This morning I woke up to happy children, a freshly brewed coffee waiting for me and no bedhead. And then my alarm went off. I quickly realized I overslept, the kids were extra cranky and no surprise, my car needs gas. The truth is my mornings begin with some variation of that quite regularly. Despite the morning rush, I have found that there is one thing that I can do to get myself back on track and set my day up to be a productive one. It does not cost anything and fits in your pocket.
At the height of a particularly stressful part of 2018 (I laugh now as it pales in comparison to 2020), I stumbled across an article touting the importance of starting the morning on a positive note. With just enough free space on my iPhone, I downloaded the free version of “Unique Daily Affirmations,” on the App Store. It had a little tie-dye vibe to it and the text and fonts are simple and straightforward. Certainly, this app would be the first to go once storage got tight, but nevertheless I set up my account and decided to give it a shot for a week. The concept is simple, every morning a positive message appears by holding down a button. Then you record yourself repeating the affirmation and play it back. At first, I laughed at the sound of my morning voice which was less than inspiring and bordered on manly. But, if we are being honest, by the third time I heard myself saying “I have the power to rise above what is expected of me,” I almost believed it. And then I saw the time and realized the kids would be eating granola bars because we were now extra late to school.
Day 2: I avoided playing with the settings and ignored my scary morning voice and told myself, “my possibilities are endless,” three times.
Day 3: Forgot all about the app and remembered midday, right about the time I was looking for a good excuse to stop working on discovery responses. What do you know, had to tell myself “I challenge, I work hard, I persevere,” three times? Discovery responses (mostly) completed.
And so, it has been since. Most mornings, right after I curse the alarm, I reach for my phone and go to the affirmations app. It takes me less than a minute to read the short phrase and play it back. When it is a particularly inspiring phrase, I save it to the favorites tab and hope it will find its way back to me when I most need it. There have been days when I feel like I am failing at just about everything and I question if I am capable of being a good advocate for my clients. On these days, I have found that returning to my morning routine can be quite helpful. I sit at my desk, close my door, and repeat the words of the day to myself three times. Pro tip: a few deep breaths at the end really drive it home.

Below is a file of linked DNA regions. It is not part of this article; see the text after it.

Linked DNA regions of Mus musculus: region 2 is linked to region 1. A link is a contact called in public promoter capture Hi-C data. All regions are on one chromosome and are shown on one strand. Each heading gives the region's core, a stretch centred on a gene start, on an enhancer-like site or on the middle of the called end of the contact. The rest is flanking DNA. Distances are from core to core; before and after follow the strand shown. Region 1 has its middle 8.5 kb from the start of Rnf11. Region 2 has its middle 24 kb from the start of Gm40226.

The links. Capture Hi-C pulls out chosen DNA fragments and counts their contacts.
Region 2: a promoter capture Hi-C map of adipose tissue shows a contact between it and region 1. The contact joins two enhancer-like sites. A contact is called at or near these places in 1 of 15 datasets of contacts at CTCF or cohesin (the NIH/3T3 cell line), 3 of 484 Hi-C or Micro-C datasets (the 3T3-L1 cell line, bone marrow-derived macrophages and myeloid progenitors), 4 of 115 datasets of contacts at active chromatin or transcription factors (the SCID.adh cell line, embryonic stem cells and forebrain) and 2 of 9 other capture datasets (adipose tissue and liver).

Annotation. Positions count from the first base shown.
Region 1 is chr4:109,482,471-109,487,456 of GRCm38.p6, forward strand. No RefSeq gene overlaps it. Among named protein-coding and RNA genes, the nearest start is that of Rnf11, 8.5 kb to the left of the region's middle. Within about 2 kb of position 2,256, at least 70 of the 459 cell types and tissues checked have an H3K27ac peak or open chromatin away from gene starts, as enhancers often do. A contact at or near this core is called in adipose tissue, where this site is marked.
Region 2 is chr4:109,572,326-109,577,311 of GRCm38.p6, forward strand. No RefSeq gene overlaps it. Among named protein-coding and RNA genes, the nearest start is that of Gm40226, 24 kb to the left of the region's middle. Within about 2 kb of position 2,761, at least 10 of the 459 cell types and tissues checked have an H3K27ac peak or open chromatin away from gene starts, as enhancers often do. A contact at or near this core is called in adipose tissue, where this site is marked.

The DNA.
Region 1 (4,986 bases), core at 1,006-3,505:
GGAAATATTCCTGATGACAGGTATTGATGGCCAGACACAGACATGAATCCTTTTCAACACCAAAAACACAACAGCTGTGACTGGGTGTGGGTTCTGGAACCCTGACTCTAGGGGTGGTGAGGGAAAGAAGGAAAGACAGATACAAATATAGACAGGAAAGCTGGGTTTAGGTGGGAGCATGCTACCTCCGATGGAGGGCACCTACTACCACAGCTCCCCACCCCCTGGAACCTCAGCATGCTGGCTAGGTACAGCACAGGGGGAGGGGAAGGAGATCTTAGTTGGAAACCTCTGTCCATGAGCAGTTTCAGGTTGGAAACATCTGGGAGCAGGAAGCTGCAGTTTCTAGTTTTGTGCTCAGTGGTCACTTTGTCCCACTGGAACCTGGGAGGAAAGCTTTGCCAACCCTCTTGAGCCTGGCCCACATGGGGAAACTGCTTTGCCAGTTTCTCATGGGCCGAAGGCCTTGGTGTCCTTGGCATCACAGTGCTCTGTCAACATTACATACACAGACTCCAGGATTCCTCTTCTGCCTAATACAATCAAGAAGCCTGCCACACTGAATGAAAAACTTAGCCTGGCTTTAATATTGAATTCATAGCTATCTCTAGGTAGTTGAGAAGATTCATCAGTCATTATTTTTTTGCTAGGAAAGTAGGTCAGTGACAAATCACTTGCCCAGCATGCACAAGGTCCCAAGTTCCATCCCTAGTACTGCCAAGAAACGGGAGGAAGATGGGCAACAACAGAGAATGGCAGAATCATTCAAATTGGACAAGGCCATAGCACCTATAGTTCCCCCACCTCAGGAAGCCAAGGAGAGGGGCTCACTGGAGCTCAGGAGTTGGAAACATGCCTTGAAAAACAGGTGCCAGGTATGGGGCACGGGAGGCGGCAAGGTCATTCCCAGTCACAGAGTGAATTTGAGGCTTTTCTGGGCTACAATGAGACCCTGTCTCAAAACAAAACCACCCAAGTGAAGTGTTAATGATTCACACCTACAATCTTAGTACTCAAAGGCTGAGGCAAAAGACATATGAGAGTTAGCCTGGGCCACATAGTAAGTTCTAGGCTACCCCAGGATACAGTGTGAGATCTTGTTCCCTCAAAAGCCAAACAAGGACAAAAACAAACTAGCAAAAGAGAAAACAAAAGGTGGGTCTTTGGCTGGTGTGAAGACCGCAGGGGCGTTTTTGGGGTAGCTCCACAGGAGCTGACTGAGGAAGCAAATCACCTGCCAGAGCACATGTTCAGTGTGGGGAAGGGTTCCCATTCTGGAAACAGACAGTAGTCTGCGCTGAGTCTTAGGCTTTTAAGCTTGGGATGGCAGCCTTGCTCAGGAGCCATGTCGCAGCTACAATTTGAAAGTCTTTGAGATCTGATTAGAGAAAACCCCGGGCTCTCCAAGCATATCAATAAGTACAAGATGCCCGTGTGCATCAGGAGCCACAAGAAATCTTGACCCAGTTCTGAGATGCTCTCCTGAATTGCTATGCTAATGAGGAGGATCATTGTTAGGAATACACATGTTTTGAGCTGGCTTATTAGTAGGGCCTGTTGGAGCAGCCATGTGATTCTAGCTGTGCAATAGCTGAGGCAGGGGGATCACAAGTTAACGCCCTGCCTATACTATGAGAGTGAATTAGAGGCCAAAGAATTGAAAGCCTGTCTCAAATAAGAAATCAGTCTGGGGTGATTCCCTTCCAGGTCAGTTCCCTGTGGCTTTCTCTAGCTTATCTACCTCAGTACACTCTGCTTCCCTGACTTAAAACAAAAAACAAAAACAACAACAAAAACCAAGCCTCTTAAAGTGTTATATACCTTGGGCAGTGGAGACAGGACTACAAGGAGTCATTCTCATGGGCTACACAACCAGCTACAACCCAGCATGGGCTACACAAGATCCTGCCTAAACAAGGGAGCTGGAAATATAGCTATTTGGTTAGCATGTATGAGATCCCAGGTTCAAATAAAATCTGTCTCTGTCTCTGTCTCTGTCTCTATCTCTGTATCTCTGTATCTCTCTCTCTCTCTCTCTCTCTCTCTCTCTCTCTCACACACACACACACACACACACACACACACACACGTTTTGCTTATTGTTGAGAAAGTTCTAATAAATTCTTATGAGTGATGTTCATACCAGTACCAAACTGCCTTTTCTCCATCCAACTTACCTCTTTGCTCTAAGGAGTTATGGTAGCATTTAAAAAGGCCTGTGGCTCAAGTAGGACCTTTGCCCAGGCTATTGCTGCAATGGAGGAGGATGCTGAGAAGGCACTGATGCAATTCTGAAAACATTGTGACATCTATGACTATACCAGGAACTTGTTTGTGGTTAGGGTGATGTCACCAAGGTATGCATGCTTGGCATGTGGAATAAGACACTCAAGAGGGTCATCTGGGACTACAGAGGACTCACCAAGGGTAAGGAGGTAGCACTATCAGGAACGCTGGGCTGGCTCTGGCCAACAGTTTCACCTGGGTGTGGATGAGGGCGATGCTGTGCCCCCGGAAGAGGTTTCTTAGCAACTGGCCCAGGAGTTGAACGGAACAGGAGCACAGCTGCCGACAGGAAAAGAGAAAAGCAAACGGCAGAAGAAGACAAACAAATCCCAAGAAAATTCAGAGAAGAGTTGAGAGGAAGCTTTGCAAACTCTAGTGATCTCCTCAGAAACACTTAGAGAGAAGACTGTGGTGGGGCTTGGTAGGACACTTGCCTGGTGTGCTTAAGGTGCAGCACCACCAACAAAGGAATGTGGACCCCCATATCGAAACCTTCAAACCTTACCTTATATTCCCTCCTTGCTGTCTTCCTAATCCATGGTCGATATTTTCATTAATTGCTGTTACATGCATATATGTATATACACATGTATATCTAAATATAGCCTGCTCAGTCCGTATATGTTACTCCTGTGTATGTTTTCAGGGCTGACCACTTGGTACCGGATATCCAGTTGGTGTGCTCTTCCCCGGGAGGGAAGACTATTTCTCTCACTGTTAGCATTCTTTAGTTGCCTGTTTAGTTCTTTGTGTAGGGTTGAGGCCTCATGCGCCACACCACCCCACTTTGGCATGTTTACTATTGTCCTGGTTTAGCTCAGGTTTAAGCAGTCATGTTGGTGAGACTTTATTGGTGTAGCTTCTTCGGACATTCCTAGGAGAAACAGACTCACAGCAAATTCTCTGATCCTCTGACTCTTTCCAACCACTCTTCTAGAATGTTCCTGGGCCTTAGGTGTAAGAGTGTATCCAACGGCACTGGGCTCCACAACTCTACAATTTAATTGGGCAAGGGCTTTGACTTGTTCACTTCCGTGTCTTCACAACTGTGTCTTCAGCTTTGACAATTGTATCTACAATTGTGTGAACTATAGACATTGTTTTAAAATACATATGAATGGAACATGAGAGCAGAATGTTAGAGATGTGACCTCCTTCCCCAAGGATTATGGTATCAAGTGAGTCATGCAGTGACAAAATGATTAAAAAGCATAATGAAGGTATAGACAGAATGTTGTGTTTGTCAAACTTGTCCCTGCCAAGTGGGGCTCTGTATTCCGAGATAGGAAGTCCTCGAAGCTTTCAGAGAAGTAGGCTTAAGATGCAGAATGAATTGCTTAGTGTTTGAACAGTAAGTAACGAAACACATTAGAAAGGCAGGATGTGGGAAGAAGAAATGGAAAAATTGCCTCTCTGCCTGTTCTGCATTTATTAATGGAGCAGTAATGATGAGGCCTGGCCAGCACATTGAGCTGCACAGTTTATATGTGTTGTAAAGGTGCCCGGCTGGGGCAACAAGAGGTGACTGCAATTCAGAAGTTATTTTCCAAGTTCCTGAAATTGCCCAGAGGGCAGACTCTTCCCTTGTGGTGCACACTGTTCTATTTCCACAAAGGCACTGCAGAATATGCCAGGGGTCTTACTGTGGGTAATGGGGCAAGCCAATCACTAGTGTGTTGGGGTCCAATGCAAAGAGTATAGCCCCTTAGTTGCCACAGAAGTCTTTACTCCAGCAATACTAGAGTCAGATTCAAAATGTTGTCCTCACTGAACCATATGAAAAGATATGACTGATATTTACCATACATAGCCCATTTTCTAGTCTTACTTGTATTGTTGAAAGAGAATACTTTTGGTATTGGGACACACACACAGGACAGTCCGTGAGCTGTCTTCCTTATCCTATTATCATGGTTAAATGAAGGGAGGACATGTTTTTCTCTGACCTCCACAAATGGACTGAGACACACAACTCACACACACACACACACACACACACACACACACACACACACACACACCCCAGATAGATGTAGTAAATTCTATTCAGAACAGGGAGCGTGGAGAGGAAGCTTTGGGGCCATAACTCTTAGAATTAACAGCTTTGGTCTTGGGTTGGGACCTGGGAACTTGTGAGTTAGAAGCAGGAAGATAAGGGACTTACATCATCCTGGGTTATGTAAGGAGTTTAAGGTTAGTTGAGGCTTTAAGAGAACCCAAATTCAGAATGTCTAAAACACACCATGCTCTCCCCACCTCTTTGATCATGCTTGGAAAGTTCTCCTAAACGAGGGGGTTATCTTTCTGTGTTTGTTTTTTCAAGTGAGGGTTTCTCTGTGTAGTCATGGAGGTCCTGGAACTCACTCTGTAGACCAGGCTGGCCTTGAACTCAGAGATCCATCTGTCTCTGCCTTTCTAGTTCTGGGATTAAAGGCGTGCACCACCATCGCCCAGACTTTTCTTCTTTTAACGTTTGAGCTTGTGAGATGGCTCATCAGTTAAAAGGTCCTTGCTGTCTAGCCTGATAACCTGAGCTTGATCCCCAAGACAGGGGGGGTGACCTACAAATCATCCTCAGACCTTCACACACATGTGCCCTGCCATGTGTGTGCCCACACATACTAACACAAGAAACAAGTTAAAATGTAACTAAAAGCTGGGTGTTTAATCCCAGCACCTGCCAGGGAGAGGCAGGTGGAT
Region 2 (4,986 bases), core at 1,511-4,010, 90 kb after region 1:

On a particularly damaging day of testimony during my last trial, I skipped the restroom break and pulled out my phone for some words of encouragement. I ignored all the text messages waiting for me, umpteen emails screaming about the work I was behind on, and went straight for the affirmations app. “Today I will be proud of who I am,” popped up on my screen. In that moment, I was most definitely not proud of who I was. I felt like I was failing my client and his punishment would be life in prison. I had missed some good shots with the last witness and my cross failed to produce anything helpful to our defense. I was tired and hungry. And now, I had skipped my bathroom break to tell myself something I did not believe in that moment. I put my phone down and slumped into my chair, defeated and with a full bladder. A few seconds ticked by painfully slow and then I compulsively reached for the phone again. The app was still open, and the words stared back at me: Today I will be proud of who I am. In the empty courtroom, I whispered the words to myself three times. Then another three just for good luck.
The Bailiff returned, asked if I was ready and then sent for my client and the jurors. The next witness took the stand and then another. I can not say that I had a brilliant cross examination or that the State’s witnesses were slaughtered for being self-serving hypocrites, but I did get in a few zingers. I had gotten into my own head and convinced myself that I was not good enough, but with a few simple words, I had found just enough something in the privacy of my phone to pull me through and get back to defending my guy.
It sounds cheesy, I know. And if you are still reading this article, it is probably because you forgot to bring your phone into the restroom. But hear me out, the loudest voice you will hear is your own. It is the one that tells us we are either good enough or not. Too many times, we use our words to undermine ourselves. How often do you make a careless mistake and then proceed to follow up with, “I’m such an idiot”? I spilled some coffee on my shirt right before Zoom court today and then called myself a dumbass. Salt, meet Wound. These mishaps are human. Missing a deadline is bound to happen. The point is that hearing yourself say hurtful things afterwards only magnifies the mistake and makes it harder to get back on track. We are often very quick to criticize ourselves but slow to praise.
There are lots of free apps available that promote mindfulness and positive thinking. Whether you start your day with repeating an affirmation, or repeat a phrase as needed, reminding yourself that you believe in you can have a lasting effect. Taking a few minutes to say something positive to myself has changed the way I approach my inner conversations. I find it harder to say, “I’m so stupid,” after making a mistake now. I am more aware of my own voice.
I encourage you to turn up the volume on your own voice and speak kinder to yourself. In the courtroom and in life, you are capable and worthy. Now say it three times.